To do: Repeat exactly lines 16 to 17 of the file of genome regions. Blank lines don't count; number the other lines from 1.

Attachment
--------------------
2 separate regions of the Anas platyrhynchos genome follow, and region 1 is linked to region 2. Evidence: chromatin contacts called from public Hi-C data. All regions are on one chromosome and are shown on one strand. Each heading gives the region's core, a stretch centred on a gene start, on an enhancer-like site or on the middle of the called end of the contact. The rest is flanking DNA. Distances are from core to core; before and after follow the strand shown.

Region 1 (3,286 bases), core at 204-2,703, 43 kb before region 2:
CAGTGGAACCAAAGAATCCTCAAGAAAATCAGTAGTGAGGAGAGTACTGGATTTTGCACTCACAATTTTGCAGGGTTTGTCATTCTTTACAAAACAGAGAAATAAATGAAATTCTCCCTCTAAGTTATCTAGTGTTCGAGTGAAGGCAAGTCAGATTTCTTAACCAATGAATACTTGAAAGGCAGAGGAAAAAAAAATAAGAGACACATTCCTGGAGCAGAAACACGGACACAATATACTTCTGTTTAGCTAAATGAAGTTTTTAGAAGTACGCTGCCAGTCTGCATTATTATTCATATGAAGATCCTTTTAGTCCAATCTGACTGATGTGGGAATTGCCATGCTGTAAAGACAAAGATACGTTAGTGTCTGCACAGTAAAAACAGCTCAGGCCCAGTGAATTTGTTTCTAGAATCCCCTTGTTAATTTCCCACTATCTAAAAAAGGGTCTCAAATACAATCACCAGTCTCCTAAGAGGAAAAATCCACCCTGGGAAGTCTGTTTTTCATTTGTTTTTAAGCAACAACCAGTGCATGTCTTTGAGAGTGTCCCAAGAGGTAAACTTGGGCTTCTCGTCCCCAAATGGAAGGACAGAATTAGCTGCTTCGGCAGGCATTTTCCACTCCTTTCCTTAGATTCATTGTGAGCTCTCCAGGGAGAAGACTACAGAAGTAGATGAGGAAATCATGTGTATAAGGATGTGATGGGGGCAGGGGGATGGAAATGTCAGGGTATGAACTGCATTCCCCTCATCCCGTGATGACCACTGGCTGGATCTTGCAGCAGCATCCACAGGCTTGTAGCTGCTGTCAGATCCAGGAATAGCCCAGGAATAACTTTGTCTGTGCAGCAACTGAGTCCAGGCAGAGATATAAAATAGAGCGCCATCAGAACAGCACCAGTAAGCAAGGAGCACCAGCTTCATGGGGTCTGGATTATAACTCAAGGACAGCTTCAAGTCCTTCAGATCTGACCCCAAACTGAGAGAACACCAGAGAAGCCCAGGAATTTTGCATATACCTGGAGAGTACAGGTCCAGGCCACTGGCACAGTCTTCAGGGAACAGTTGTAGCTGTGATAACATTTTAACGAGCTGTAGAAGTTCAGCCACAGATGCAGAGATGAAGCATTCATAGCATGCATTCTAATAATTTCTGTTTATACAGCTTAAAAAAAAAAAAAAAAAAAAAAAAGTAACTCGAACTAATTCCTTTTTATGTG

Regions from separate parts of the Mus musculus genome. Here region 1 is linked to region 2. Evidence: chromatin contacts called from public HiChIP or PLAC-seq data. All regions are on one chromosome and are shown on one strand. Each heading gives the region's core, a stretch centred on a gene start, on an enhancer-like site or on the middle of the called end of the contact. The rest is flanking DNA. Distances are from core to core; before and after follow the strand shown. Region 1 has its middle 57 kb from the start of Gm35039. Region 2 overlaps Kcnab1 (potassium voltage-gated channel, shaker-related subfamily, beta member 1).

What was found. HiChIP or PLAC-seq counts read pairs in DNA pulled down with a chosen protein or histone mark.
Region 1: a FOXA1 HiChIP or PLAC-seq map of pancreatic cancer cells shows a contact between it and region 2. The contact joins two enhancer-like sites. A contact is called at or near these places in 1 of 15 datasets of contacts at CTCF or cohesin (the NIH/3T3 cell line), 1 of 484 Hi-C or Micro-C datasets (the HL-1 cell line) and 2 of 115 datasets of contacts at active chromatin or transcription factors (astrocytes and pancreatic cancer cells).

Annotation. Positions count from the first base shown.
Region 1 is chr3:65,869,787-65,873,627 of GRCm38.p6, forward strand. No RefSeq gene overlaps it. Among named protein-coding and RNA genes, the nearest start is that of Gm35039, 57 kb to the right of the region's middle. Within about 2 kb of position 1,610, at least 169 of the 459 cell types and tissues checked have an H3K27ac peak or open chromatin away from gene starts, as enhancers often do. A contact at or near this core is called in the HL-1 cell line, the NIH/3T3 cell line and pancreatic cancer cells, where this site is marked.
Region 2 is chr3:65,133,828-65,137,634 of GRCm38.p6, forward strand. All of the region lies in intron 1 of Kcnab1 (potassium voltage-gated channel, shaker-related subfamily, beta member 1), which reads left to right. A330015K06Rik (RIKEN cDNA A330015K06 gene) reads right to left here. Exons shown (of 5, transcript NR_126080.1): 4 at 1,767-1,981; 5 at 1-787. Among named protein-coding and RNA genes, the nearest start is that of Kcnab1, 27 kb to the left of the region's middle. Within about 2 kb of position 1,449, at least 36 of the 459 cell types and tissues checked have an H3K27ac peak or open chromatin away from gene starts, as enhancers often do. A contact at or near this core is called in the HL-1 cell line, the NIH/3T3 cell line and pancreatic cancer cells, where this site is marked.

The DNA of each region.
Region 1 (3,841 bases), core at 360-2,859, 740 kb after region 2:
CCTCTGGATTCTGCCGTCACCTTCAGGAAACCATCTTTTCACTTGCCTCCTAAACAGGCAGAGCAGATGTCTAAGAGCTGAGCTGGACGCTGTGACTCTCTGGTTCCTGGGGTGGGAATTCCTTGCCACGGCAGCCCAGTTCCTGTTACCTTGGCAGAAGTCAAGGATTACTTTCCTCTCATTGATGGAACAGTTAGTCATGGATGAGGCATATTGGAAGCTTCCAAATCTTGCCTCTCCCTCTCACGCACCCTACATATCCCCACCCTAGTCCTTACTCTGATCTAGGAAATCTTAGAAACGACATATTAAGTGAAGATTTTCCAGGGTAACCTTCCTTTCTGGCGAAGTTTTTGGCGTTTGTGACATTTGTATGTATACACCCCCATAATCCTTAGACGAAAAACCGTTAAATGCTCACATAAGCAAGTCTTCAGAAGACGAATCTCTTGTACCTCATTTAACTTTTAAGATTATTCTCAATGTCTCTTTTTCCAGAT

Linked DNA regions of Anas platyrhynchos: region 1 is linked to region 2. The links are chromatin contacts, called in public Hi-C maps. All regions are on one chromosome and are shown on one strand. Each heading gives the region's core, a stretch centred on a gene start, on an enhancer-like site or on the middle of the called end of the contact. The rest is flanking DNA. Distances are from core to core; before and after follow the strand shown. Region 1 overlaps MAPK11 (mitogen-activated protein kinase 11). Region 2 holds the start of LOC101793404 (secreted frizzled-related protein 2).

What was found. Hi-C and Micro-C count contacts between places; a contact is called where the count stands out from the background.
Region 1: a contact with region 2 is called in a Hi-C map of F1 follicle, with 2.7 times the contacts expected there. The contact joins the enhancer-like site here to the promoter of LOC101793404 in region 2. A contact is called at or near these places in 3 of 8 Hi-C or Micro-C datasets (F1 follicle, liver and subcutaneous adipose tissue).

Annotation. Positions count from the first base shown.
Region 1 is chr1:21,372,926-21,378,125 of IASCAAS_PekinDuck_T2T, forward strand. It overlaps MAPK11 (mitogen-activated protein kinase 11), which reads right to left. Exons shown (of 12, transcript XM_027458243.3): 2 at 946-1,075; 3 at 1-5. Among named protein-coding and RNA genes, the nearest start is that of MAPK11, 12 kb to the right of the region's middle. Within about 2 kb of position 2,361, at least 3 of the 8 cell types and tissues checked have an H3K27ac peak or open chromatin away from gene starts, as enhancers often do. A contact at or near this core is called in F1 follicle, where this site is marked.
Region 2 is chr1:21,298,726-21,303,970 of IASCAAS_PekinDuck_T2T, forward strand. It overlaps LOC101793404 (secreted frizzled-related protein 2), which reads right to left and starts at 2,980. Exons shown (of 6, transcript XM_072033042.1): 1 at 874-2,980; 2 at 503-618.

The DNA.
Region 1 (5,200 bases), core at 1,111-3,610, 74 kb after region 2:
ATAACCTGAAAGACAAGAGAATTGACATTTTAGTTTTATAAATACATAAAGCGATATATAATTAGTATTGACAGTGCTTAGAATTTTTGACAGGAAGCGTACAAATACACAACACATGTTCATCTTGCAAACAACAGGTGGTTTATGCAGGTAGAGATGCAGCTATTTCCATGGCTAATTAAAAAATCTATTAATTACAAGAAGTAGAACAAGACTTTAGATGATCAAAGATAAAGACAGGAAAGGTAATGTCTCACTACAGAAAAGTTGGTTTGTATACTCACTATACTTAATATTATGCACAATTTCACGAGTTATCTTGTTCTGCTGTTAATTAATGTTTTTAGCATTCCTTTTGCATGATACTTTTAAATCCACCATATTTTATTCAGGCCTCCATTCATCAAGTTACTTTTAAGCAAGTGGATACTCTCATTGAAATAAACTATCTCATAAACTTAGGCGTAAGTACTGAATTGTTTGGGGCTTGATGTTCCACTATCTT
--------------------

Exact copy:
Annotation. Positions count from the first base shown.
Region 1 is chr1:21,372,926-21,378,125 of IASCAAS_PekinDuck_T2T, forward strand. It overlaps MAPK11 (mitogen-activated protein kinase 11), which reads right to left. Exons shown (of 12, transcript XM_027458243.3): 2 at 946-1,075; 3 at 1-5. Among named protein-coding and RNA genes, the nearest start is that of MAPK11, 12 kb to the right of the region's middle. Within about 2 kb of position 2,361, at least 3 of the 8 cell types and tissues checked have an H3K27ac peak or open chromatin away from gene starts, as enhancers often do. A contact at or near this core is called in F1 follicle, where this site is marked.